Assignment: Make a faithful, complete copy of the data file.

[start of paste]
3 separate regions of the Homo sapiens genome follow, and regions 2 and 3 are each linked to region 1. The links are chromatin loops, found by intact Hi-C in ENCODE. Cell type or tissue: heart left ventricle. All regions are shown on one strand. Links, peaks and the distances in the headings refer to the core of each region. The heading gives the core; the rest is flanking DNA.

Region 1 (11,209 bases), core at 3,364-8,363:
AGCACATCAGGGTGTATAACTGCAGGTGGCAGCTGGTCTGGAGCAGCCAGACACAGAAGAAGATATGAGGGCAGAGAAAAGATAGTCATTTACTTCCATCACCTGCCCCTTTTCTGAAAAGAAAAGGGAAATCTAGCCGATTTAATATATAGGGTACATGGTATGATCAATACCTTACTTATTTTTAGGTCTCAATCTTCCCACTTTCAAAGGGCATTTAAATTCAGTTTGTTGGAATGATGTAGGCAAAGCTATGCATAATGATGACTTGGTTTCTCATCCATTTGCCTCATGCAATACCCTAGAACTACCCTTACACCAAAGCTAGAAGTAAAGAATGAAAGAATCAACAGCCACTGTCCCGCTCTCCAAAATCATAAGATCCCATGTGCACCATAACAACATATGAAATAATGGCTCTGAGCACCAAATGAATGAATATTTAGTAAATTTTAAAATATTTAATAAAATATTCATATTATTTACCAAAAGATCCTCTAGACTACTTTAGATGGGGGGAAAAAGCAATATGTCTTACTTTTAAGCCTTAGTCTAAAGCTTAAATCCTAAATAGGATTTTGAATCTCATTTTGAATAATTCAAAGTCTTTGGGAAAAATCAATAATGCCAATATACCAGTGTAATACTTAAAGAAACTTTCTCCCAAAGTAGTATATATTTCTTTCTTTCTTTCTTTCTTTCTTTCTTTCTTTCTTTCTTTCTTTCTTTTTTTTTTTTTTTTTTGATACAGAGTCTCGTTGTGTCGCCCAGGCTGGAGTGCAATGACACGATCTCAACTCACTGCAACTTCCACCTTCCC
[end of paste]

3 separate regions of the Homo sapiens genome follow, and regions 2 and 3 are each linked to region 1. The links are chromatin loops, found by intact Hi-C in ENCODE. Cell type or tissue: heart left ventricle. All regions are shown on one strand. Links, peaks and the distances in the headings refer to the core of each region. The heading gives the core; the rest is flanking DNA.

Region 1 (11,209 bases), core at 3,364-8,363:
AGCACATCAGGGTGTATAACTGCAGGTGGCAGCTGGTCTGGAGCAGCCAGACACAGAAGAAGATATGAGGGCAGAGAAAAGATAGTCATTTACTTCCATCACCTGCCCCTTTTCTGAAAAGAAAAGGGAAATCTAGCCGATTTAATATATAGGGTACATGGTATGATCAATACCTTACTTATTTTTAGGTCTCAATCTTCCCACTTTCAAAGGGCATTTAAATTCAGTTTGTTGGAATGATGTAGGCAAAGCTATGCATAATGATGACTTGGTTTCTCATCCATTTGCCTCATGCAATACCCTAGAACTACCCTTACACCAAAGCTAGAAGTAAAGAATGAAAGAATCAACAGCCACTGTCCCGCTCTCCAAAATCATAAGATCCCATGTGCACCATAACAACATATGAAATAATGGCTCTGAGCACCAAATGAATGAATATTTAGTAAATTTTAAAATATTTAATAAAATATTCATATTATTTACCAAAAGATCCTCTAGACTACTTTAGATGGGGGGAAAAAGCAATATGTCTTACTTTTAAGCCTTAGTCTAAAGCTTAAATCCTAAATAGGATTTTGAATCTCATTTTGAATAATTCAAAGTCTTTGGGAAAAATCAATAATGCCAATATACCAGTGTAATACTTAAAGAAACTTTCTCCCAAAGTAGTATATATTTCTTTCTTTCTTTCTTTCTTTCTTTCTTTCTTTCTTTCTTTCTTTCTTTTTTTTTTTTTTTTTTGATACAGAGTCTCGTTGTGTCGCCCAGGCTGGAGTGCAATGACACGATCTCAACTCACTGCAACTTCCACCTTCCC